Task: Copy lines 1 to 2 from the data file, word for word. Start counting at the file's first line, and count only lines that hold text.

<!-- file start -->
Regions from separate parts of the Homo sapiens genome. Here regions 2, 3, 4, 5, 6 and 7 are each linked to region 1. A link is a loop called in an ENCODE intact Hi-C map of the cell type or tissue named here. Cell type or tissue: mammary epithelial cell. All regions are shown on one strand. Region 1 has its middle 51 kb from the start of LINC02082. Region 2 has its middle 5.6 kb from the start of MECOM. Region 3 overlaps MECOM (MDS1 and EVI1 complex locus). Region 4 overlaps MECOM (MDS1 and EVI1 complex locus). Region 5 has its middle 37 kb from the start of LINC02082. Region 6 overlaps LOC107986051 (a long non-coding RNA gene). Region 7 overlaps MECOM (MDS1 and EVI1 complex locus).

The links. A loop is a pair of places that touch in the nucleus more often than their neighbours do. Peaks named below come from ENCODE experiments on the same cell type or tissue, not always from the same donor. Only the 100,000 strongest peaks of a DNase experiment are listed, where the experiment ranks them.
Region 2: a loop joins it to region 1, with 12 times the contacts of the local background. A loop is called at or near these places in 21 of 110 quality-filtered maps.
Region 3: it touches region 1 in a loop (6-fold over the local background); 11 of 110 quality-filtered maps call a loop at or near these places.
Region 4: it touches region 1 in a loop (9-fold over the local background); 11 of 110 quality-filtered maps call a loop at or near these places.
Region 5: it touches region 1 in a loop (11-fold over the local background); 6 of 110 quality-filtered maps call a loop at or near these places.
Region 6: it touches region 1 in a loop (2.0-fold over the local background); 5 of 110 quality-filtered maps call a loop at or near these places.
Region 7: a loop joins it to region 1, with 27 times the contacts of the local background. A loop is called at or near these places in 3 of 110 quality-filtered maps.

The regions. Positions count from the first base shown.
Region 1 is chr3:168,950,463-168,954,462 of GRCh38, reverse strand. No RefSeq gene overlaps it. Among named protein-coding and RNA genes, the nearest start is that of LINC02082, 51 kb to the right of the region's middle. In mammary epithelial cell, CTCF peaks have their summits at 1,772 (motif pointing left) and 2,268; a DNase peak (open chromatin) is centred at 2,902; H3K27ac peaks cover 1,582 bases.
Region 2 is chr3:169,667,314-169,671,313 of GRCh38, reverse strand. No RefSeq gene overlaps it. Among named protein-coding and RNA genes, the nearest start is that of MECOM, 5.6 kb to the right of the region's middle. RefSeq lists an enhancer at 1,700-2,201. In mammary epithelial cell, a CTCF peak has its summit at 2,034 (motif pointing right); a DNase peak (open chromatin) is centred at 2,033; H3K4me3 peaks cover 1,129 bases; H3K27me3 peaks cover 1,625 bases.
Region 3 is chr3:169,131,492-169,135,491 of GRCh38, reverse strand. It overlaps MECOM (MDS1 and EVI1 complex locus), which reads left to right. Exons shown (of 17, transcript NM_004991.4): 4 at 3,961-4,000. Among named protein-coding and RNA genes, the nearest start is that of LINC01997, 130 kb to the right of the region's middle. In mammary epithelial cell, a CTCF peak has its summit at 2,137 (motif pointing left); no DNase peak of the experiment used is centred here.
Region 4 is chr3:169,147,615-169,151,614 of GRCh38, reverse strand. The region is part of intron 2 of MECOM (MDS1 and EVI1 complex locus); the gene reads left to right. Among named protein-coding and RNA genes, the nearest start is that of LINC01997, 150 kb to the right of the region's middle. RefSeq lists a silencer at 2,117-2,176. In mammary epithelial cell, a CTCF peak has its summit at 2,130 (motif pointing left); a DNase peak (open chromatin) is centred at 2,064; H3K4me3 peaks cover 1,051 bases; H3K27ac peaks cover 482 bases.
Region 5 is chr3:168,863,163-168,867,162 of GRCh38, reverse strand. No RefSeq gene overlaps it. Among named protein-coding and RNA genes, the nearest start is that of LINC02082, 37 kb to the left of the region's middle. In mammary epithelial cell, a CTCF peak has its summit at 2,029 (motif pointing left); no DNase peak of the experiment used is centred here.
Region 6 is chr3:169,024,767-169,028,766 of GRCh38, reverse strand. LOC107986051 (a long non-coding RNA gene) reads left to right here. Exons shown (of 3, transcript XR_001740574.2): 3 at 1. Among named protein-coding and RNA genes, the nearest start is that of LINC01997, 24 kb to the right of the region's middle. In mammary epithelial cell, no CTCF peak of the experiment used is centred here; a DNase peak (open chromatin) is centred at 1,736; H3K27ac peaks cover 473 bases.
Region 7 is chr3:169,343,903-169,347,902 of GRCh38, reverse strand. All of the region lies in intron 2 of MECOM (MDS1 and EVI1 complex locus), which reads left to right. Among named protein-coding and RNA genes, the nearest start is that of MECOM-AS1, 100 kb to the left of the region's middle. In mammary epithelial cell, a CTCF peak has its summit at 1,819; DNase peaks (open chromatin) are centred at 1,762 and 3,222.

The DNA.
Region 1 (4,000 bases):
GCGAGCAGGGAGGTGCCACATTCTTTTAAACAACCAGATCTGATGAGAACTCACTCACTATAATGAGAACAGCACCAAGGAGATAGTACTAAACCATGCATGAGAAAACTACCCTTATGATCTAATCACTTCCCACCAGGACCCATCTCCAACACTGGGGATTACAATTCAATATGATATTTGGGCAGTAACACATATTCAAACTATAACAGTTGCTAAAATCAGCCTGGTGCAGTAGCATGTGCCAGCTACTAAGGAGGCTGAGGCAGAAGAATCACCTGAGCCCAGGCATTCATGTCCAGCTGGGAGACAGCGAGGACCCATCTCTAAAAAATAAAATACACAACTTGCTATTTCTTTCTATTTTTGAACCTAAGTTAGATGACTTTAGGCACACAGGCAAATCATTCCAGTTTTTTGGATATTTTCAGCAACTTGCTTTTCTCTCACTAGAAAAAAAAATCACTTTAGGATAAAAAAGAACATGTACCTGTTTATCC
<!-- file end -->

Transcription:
Regions from separate parts of the Homo sapiens genome. Here regions 2, 3, 4, 5, 6 and 7 are each linked to region 1. A link is a loop called in an ENCODE intact Hi-C map of the cell type or tissue named here. Cell type or tissue: mammary epithelial cell. All regions are shown on one strand. Region 1 has its middle 51 kb from the start of LINC02082. Region 2 has its middle 5.6 kb from the start of MECOM. Region 3 overlaps MECOM (MDS1 and EVI1 complex locus). Region 4 overlaps MECOM (MDS1 and EVI1 complex locus). Region 5 has its middle 37 kb from the start of LINC02082. Region 6 overlaps LOC107986051 (a long non-coding RNA gene). Region 7 overlaps MECOM (MDS1 and EVI1 complex locus).

The links. A loop is a pair of places that touch in the nucleus more often than their neighbours do. Peaks named below come from ENCODE experiments on the same cell type or tissue, not always from the same donor. Only the 100,000 strongest peaks of a DNase experiment are listed, where the experiment ranks them.